Lt. Commander
Join Date: Dec 2007
Posts: 120
# 21
09-03-2011, 11:15 AM
Modern large sea going vessels are built using a modular system. Modern aircraft carriers, super-liners and the mega-tankers / container-haulers are all built in a similar manner. Individual modules, or "lifts" are constructed and integrated together as completed. This provides a very flexible and much more manageable construction project in the long term.

It wouldn't be beyond the realm of consideration that ships such as the Galaxy or the Odyssey classes could be constructed using similar techniques. The individual modules could be constructed on a planet's surface and "lifted" to the final assembly facility in orbit much more economically than fully completed large sections such as saucer sections and engineering hulls. Mars' weaker gravity and thinner atmosphere would also offer certain advantages to a ground-construction technique as modules could be constructed larger than at a higher gravity / thicker atmosphere facility. Also consider that this is the same technique used to build the International Space Station, thus we already have the underpinnings for constructing large spacecraft in such a way.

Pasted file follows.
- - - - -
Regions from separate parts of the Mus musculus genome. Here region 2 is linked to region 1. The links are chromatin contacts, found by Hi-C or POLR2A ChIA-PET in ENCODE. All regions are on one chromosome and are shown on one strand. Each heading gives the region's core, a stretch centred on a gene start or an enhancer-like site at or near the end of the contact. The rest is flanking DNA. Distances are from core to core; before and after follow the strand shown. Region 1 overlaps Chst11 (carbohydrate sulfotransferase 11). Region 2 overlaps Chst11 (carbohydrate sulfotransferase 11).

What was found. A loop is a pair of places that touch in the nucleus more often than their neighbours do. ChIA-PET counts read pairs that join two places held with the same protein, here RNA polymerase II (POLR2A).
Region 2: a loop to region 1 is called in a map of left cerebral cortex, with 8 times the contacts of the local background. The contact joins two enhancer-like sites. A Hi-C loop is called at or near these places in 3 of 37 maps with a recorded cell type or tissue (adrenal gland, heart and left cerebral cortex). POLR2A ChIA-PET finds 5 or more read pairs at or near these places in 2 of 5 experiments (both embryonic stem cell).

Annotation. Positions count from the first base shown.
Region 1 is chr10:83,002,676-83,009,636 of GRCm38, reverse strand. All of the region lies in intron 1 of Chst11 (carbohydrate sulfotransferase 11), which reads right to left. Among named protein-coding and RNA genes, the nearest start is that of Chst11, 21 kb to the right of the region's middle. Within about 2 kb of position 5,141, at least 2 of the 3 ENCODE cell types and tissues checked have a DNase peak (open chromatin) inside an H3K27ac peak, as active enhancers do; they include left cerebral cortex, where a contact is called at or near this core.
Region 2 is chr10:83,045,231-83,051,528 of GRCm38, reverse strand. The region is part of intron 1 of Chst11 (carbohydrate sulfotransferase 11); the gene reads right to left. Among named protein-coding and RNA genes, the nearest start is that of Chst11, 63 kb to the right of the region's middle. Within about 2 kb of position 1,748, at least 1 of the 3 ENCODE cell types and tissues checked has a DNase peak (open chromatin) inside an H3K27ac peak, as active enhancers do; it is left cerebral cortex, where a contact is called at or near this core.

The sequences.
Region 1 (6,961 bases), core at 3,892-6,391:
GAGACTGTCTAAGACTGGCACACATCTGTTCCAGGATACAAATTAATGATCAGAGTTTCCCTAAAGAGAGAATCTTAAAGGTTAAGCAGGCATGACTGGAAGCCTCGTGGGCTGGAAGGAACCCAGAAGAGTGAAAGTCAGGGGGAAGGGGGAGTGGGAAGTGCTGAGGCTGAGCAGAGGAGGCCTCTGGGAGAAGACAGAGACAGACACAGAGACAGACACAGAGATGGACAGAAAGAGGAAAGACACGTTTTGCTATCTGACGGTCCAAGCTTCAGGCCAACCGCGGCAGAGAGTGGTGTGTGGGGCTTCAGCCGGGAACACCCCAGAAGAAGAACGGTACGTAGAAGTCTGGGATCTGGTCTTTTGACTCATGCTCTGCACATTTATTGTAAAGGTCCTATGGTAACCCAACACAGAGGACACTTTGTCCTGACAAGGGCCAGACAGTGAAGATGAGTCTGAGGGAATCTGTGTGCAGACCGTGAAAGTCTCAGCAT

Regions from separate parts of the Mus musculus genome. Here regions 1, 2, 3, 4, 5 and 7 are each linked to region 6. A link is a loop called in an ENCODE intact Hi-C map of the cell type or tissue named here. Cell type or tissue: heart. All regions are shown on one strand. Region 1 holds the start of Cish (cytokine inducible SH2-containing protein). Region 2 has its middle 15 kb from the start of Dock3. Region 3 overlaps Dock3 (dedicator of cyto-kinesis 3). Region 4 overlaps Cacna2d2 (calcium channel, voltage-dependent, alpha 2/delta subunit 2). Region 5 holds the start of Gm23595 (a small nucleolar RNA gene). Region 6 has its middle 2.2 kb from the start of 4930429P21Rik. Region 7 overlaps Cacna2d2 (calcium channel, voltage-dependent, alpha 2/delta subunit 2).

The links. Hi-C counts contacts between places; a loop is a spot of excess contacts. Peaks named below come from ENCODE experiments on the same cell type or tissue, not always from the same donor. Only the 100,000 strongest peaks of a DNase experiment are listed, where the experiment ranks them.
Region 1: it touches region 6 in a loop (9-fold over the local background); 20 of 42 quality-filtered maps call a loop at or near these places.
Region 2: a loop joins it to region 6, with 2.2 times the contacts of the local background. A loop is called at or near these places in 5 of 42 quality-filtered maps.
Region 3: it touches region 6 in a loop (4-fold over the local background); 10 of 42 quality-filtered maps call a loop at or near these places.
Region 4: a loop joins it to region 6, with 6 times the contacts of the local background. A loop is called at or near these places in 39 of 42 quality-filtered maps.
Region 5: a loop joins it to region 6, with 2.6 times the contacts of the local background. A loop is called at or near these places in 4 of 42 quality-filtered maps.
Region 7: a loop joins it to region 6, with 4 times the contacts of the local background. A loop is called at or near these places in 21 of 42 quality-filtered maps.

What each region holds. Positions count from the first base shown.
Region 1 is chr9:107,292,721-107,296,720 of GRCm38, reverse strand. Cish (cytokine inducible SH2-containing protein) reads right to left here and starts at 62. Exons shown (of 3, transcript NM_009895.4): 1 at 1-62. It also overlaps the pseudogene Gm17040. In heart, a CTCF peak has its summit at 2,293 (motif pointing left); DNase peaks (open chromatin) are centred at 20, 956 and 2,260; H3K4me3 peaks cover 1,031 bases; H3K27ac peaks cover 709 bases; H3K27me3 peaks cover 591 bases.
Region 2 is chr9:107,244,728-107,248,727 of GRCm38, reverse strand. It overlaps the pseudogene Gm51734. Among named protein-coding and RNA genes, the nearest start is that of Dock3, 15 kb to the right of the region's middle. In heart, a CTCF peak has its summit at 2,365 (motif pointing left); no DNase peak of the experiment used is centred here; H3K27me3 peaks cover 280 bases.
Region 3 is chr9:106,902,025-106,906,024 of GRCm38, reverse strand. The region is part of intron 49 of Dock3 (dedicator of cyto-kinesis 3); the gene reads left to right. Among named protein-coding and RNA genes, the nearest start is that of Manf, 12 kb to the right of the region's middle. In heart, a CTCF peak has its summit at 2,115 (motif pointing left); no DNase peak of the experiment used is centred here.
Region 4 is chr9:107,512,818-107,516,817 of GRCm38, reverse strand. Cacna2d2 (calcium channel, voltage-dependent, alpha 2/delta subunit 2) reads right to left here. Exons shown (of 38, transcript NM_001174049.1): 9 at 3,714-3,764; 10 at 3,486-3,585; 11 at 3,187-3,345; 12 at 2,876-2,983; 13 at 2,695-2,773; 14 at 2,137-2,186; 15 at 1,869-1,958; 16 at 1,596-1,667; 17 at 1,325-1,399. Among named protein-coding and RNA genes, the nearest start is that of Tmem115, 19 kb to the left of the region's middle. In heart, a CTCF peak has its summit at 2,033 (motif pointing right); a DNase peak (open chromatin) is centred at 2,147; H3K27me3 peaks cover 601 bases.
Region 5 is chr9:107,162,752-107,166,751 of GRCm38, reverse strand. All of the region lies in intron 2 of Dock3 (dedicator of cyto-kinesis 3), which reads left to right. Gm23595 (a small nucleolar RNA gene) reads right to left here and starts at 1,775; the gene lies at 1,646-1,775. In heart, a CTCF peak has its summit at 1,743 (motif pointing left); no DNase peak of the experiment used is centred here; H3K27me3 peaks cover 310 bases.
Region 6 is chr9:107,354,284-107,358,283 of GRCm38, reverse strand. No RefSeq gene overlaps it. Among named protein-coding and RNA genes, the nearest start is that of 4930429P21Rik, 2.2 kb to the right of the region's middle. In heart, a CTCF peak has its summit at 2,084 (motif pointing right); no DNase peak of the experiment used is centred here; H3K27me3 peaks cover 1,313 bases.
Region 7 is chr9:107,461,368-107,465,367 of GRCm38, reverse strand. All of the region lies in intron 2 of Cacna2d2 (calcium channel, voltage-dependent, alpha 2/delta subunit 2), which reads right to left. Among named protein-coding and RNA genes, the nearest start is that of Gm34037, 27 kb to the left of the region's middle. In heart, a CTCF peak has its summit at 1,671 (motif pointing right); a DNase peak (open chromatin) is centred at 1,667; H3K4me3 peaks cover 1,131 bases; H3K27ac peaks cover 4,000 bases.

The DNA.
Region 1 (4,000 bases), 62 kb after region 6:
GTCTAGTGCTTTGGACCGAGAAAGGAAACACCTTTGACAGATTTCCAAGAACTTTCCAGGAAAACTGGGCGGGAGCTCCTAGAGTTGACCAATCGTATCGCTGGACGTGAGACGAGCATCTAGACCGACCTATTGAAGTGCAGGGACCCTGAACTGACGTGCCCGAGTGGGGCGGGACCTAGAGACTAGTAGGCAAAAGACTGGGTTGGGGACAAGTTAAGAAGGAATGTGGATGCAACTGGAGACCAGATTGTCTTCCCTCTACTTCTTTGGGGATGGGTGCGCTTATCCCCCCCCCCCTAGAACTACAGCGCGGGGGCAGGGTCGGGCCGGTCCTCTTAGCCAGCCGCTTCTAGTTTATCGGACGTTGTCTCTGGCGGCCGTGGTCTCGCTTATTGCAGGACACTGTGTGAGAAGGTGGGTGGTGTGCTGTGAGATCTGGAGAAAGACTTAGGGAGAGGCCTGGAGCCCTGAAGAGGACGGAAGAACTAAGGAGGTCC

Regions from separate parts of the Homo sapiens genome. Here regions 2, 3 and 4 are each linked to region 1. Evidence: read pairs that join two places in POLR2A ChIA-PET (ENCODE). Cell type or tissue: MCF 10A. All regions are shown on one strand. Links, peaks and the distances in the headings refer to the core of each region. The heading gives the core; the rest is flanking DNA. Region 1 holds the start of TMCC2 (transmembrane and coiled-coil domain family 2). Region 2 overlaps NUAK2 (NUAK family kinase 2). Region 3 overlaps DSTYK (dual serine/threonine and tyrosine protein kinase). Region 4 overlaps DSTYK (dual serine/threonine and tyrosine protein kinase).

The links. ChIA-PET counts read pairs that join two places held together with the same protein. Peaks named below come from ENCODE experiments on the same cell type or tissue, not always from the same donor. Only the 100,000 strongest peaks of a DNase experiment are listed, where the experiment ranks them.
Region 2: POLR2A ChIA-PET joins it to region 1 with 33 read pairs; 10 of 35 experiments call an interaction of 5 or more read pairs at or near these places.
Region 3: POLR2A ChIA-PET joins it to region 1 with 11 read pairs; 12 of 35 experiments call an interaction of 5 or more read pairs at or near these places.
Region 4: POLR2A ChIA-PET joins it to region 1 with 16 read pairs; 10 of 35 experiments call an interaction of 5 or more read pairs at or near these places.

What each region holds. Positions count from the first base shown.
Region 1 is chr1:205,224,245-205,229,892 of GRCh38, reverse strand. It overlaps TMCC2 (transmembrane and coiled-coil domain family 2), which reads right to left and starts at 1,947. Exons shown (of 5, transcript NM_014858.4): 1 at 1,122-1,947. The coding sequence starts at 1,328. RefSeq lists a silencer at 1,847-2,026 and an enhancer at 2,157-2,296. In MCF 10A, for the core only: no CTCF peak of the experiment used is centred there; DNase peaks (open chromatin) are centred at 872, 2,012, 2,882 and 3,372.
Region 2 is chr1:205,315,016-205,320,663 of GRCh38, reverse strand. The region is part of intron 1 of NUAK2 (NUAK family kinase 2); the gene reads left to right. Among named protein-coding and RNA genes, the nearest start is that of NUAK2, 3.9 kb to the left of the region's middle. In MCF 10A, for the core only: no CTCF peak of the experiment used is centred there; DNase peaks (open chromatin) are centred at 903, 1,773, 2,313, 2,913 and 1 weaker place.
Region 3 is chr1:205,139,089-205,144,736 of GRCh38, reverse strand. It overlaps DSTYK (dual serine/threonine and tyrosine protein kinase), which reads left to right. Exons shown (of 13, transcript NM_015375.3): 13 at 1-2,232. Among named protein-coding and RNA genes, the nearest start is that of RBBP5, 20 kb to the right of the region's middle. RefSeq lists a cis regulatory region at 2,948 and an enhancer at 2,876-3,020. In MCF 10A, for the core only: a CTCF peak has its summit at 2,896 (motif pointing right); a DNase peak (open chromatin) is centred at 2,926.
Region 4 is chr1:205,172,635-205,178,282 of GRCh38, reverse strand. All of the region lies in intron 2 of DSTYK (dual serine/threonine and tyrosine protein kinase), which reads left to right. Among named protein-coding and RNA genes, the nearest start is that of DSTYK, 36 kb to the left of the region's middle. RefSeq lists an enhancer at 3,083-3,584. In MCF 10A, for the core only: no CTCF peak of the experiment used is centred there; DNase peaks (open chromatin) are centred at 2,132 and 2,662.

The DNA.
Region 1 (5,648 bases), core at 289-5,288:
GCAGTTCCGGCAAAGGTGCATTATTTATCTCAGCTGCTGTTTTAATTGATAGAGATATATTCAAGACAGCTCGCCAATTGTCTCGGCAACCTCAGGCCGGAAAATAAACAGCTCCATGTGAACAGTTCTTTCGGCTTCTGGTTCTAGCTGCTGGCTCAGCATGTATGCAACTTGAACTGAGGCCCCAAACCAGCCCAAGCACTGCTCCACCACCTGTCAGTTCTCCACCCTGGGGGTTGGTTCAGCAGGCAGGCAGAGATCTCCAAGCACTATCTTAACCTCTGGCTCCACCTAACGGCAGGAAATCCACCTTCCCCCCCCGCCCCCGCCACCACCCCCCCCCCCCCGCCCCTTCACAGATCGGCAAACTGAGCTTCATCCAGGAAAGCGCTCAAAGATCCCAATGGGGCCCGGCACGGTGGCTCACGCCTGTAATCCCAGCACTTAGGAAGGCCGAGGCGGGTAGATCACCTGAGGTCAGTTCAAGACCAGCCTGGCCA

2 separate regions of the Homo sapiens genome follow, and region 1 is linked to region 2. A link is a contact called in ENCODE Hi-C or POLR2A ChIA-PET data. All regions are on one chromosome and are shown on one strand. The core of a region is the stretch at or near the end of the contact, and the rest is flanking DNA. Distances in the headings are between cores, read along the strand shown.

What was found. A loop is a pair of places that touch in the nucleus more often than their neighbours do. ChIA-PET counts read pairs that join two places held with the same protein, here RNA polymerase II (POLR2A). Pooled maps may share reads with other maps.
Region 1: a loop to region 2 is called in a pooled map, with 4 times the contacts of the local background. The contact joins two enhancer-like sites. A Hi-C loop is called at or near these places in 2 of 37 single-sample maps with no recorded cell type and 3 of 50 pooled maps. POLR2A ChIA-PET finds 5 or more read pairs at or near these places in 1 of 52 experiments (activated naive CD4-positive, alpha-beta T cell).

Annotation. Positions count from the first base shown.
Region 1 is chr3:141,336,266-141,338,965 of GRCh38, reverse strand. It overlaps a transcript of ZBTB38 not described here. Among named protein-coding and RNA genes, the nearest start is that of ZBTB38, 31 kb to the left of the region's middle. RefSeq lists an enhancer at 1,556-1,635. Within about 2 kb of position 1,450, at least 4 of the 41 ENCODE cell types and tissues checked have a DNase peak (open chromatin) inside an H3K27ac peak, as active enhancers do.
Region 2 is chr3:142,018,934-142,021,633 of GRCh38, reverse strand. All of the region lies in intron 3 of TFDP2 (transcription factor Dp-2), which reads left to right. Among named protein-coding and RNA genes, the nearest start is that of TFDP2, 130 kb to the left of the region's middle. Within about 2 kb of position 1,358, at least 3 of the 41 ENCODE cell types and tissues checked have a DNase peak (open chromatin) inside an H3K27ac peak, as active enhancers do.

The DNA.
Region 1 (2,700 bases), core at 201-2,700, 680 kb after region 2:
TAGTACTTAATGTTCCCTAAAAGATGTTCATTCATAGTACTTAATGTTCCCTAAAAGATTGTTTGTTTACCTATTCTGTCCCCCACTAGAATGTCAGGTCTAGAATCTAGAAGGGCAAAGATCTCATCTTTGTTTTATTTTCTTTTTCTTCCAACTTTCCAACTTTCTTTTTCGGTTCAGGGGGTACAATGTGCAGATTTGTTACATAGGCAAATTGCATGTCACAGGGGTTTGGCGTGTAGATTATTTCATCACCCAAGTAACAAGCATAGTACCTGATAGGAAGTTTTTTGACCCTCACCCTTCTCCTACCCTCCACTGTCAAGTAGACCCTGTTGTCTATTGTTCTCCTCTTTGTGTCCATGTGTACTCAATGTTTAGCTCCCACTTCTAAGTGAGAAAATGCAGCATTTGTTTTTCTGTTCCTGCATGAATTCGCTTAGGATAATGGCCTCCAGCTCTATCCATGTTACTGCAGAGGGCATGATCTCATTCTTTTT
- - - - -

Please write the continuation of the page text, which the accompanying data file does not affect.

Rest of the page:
Lt. Commander
Join Date: Dec 2007
Posts: 120
# 22
09-05-2011, 09:53 AM
If you can accept the various Technical Manuals, Starfleet vessels are very much modular. The Warp Nacelles are designed to be modular and easily swappable (in a ship yard). The ships computer core could be built planetside and the transported into orbit for installation.